Home / Funny / Viral / The Mystery Of The 20,000-Year-Old Cave Drawings Which Baffled Archeologists Finally Solved


There is a long history of artistic expression among early humans and our now-extinct Neanderthal cousins. Over thousands of years, the abstract shapes and handprints that made up prehistoric cave art changed into identifiable drawings of plants and animals. France and Spain contain a large number of the earliest cave paintings.

Archaeologists can learn a great deal from these scenes about late Ice Age living, especially regarding early human hunting practices. Nevertheless, for decades, researchers have been baffled by some repeated dots and lines discovered in animal cave paintings. A recent paper published in the Cambridge Archeological Journal reveals that these marks are, in fact, a proto-writing system and calendar that tracks each animal's reproductive cycle, thanks to the astute deductions of a London furniture restorer.

The reason behind the seemingly "random" lines and dots in cave paintings has long been a mystery. Approximately 20,000 years ago, various fish species, reindeer, cattle, and other creatures were painted with ochre markings on cave walls. The significance of the paintings for early human communication has long been acknowledged by archaeologists. Professor Brian Fagan stated to History.com in 2021, "When wildlife biologists look at those paintings of reindeer and bison, they can tell you what time of year it was painted just from the appearance of the animals' hides and skins." "By our standards, these people had an incredibly deep understanding of their surroundings."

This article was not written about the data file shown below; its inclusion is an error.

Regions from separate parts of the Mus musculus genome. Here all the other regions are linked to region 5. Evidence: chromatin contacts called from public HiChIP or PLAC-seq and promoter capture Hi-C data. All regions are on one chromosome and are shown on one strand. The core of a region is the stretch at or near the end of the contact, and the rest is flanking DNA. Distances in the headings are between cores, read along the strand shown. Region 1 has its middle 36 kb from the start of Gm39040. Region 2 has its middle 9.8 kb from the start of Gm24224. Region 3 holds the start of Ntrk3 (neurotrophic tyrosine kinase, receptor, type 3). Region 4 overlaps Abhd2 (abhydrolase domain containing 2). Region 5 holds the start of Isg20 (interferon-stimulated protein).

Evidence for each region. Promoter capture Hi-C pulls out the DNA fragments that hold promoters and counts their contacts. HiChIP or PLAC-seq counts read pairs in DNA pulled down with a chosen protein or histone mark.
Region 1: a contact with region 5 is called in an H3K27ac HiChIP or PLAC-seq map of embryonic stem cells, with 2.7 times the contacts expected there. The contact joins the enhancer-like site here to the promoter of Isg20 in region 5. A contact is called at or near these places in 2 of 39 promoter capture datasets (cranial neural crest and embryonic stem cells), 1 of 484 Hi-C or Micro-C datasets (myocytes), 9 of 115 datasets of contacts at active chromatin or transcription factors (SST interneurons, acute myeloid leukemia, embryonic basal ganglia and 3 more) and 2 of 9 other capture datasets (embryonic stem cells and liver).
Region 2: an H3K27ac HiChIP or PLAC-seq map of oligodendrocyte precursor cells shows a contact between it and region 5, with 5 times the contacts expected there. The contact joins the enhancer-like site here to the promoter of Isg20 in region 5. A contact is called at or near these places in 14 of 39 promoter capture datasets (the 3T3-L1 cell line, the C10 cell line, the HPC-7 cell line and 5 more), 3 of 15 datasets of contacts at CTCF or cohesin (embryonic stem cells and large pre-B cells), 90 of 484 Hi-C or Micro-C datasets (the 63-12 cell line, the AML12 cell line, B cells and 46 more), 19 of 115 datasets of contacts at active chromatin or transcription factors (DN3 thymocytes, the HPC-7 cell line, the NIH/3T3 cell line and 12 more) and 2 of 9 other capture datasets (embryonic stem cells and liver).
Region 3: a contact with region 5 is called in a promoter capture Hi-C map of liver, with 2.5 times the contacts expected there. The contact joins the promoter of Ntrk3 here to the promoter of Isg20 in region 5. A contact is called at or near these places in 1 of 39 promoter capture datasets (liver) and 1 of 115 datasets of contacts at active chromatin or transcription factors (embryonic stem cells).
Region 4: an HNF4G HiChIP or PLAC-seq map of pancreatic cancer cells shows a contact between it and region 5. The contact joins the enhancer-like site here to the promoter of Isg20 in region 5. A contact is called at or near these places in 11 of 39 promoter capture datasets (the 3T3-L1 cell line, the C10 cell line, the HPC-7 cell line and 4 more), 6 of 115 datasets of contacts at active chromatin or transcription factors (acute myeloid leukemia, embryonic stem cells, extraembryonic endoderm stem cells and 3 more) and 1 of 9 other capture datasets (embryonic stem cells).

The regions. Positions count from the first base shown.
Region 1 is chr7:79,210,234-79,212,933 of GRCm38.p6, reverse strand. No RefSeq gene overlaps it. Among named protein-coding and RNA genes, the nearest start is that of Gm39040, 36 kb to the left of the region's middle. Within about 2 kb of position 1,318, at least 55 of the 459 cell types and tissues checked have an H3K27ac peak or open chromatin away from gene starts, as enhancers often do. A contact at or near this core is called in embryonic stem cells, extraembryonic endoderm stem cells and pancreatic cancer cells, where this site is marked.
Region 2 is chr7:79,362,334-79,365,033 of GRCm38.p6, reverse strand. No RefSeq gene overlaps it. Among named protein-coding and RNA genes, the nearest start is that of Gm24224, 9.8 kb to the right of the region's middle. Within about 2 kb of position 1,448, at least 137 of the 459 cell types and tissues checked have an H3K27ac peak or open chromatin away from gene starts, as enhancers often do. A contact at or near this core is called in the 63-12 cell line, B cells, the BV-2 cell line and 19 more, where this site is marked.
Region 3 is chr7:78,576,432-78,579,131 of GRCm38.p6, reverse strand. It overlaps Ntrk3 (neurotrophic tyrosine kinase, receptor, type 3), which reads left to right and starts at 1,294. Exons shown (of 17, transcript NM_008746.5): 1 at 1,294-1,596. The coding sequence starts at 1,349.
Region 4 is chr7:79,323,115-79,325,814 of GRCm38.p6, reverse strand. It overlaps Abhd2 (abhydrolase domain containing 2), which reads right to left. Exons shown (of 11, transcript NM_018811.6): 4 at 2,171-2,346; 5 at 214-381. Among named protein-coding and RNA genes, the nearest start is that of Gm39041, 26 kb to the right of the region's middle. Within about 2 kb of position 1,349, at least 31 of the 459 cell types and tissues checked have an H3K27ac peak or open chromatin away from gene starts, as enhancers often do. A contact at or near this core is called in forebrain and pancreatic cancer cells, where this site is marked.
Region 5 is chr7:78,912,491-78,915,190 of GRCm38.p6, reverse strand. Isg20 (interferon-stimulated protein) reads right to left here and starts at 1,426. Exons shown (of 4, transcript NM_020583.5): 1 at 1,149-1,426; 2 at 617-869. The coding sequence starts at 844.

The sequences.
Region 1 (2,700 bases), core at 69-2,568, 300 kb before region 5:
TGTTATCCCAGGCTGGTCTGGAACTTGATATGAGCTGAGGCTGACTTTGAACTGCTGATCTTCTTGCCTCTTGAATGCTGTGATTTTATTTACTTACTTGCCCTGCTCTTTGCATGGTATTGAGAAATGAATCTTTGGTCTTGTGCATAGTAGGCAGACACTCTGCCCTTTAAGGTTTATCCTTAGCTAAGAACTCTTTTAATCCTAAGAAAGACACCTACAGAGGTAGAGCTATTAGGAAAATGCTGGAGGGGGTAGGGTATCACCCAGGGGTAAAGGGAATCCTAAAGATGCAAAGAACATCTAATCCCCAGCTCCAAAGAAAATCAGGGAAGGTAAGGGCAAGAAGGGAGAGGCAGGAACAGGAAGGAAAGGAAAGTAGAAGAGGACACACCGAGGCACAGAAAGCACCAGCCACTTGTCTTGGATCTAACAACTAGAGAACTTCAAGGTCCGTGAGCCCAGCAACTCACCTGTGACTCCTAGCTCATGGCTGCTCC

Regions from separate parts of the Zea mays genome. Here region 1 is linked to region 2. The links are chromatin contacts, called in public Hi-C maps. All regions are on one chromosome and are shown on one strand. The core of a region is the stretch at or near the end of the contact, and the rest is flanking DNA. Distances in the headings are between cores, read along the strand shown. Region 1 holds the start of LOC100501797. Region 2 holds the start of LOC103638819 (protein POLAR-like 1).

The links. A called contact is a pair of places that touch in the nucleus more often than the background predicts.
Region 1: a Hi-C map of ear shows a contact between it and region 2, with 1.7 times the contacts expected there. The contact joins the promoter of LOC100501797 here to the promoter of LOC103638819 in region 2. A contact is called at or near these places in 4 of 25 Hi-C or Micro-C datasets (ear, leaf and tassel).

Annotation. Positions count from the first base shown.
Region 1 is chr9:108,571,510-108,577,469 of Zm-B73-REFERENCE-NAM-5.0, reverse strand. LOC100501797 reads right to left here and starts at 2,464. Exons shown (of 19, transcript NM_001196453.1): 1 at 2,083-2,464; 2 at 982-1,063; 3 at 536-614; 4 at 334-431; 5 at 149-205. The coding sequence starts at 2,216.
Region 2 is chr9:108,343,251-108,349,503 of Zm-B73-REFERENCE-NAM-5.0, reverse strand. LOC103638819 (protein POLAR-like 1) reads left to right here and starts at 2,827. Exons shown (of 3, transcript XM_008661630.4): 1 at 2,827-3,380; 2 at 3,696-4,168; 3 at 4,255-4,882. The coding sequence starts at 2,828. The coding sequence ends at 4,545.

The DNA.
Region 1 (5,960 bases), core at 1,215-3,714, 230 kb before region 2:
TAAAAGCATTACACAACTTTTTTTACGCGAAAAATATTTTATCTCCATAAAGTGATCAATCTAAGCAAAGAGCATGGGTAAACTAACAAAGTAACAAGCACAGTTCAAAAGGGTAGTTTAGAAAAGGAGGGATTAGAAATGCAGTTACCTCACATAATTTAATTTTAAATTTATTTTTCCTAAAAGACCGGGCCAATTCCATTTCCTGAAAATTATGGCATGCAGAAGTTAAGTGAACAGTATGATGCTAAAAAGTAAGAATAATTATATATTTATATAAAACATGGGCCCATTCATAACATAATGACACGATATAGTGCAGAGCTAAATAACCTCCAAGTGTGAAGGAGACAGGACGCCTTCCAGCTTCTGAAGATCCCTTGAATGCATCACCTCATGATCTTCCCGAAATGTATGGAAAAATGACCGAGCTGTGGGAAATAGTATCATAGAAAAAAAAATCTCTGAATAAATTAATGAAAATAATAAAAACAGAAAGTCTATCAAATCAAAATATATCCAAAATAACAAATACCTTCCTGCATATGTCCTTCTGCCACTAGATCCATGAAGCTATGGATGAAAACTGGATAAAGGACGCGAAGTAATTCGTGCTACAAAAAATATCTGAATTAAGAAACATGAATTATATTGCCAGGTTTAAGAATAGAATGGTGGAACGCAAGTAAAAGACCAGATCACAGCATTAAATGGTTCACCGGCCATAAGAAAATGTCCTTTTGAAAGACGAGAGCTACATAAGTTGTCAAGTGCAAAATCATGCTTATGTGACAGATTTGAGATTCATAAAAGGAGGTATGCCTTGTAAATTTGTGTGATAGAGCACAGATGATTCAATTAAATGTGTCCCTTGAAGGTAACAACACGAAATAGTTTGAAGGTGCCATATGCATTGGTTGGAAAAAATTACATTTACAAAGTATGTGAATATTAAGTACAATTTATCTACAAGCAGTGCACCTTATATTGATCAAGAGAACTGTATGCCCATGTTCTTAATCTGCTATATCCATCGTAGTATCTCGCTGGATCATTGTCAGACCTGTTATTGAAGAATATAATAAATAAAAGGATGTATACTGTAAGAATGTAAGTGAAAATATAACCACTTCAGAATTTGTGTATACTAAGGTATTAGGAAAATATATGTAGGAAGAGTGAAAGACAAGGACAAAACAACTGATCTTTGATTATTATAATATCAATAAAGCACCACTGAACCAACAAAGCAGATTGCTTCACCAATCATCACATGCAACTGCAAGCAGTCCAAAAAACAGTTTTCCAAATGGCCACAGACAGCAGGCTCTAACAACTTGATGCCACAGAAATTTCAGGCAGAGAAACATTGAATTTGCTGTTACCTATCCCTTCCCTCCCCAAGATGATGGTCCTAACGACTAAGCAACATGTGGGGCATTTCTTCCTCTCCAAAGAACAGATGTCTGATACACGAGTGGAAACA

Ben Bacon, a furniture restorer by trade rather than an archaeologist by education, got to work deciphering the dots and lines. He gathered information from online and British Library images of cave paintings. "I gathered as much information as I could and started searching for recurring patterns," he claims.

A Y-shaped sign piqued his interest in particular because it had a smaller line emerging from a main dash that appeared to him to represent the idea of "giving birth." After more investigation, Bacon concluded that the markings were a reference to a lunar calendar. He presented his theory to scholars at University College London and Durham University. Luckily, they were receptive to his untrained conclusions. They contrasted the markings with contemporary animals' birth cycles that are comparable, like cows. Based on this comparison, it appears that the Paleolithic markings most likely correspond to the lunar month-based mating season of each creature.

"The results show that Ice Age hunter-gatherers were the first to use a systemic calendar and marks to record information about major ecological events within that calendar," says Durham University professor Paul Pettitt. This is surprising, but consistent with the long-held belief among researchers that cave paintings had a vital role in survival. It's a remarkable illustration of an early writing system serving a very obvious function.

As Professor Pettitt continues, "We are able to demonstrate that these people, who left a record of early timekeeping that would eventually become commonplace among our species, also left a legacy of spectacular art in the caves of Lascaux [in France] and Altamira [in Spain”). Ancient humans are "a lot more like us than we had previously thought," according to Bacon, one of the paper's authors along with the formal scholars. These people seem much closer to us now that they have been apart for many millennia. 

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